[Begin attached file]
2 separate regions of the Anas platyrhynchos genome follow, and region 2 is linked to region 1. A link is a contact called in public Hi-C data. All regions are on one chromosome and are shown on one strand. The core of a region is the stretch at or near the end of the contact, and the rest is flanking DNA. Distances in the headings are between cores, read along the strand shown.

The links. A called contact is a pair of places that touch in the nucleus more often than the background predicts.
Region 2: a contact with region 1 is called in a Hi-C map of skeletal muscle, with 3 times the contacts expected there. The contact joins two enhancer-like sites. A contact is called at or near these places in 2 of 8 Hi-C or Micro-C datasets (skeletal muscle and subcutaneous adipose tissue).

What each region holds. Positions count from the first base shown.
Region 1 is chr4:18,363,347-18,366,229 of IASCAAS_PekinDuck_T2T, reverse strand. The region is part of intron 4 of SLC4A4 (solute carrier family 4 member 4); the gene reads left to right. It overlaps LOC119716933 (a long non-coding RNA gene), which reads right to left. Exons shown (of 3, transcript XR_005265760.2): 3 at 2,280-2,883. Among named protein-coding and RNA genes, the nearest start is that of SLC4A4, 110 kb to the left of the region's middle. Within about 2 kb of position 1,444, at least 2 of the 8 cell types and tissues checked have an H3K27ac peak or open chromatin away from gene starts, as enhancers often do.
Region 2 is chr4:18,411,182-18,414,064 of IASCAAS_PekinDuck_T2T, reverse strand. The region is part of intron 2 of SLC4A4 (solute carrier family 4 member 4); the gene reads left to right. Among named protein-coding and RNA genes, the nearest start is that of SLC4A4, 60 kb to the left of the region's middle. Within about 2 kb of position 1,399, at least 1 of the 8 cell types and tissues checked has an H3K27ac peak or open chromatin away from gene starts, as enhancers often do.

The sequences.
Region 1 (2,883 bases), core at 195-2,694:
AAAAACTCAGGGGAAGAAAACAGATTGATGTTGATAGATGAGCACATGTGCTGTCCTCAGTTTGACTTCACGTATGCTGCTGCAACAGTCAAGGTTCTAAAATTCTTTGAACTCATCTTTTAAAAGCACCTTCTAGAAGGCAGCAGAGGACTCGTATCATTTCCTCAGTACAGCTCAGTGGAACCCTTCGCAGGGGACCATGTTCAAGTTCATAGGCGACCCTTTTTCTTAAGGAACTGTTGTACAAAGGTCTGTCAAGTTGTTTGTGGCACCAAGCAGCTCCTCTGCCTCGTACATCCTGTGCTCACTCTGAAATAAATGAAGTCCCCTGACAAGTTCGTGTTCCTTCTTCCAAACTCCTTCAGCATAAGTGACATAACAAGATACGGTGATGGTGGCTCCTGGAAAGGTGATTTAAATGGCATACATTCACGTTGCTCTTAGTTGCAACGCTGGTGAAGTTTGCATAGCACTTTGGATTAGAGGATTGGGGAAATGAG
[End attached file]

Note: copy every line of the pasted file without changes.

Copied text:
2 separate regions of the Anas platyrhynchos genome follow, and region 2 is linked to region 1. A link is a contact called in public Hi-C data. All regions are on one chromosome and are shown on one strand. The core of a region is the stretch at or near the end of the contact, and the rest is flanking DNA. Distances in the headings are between cores, read along the strand shown.

The links. A called contact is a pair of places that touch in the nucleus more often than the background predicts.
Region 2: a contact with region 1 is called in a Hi-C map of skeletal muscle, with 3 times the contacts expected there. The contact joins two enhancer-like sites. A contact is called at or near these places in 2 of 8 Hi-C or Micro-C datasets (skeletal muscle and subcutaneous adipose tissue).

What each region holds. Positions count from the first base shown.
Region 1 is chr4:18,363,347-18,366,229 of IASCAAS_PekinDuck_T2T, reverse strand. The region is part of intron 4 of SLC4A4 (solute carrier family 4 member 4); the gene reads left to right. It overlaps LOC119716933 (a long non-coding RNA gene), which reads right to left. Exons shown (of 3, transcript XR_005265760.2): 3 at 2,280-2,883. Among named protein-coding and RNA genes, the nearest start is that of SLC4A4, 110 kb to the left of the region's middle. Within about 2 kb of position 1,444, at least 2 of the 8 cell types and tissues checked have an H3K27ac peak or open chromatin away from gene starts, as enhancers often do.
Region 2 is chr4:18,411,182-18,414,064 of IASCAAS_PekinDuck_T2T, reverse strand. The region is part of intron 2 of SLC4A4 (solute carrier family 4 member 4); the gene reads left to right. Among named protein-coding and RNA genes, the nearest start is that of SLC4A4, 60 kb to the left of the region's middle. Within about 2 kb of position 1,399, at least 1 of the 8 cell types and tissues checked has an H3K27ac peak or open chromatin away from gene starts, as enhancers often do.

The sequences.
Region 1 (2,883 bases), core at 195-2,694:
AAAAACTCAGGGGAAGAAAACAGATTGATGTTGATAGATGAGCACATGTGCTGTCCTCAGTTTGACTTCACGTATGCTGCTGCAACAGTCAAGGTTCTAAAATTCTTTGAACTCATCTTTTAAAAGCACCTTCTAGAAGGCAGCAGAGGACTCGTATCATTTCCTCAGTACAGCTCAGTGGAACCCTTCGCAGGGGACCATGTTCAAGTTCATAGGCGACCCTTTTTCTTAAGGAACTGTTGTACAAAGGTCTGTCAAGTTGTTTGTGGCACCAAGCAGCTCCTCTGCCTCGTACATCCTGTGCTCACTCTGAAATAAATGAAGTCCCCTGACAAGTTCGTGTTCCTTCTTCCAAACTCCTTCAGCATAAGTGACATAACAAGATACGGTGATGGTGGCTCCTGGAAAGGTGATTTAAATGGCATACATTCACGTTGCTCTTAGTTGCAACGCTGGTGAAGTTTGCATAGCACTTTGGATTAGAGGATTGGGGAAATGAG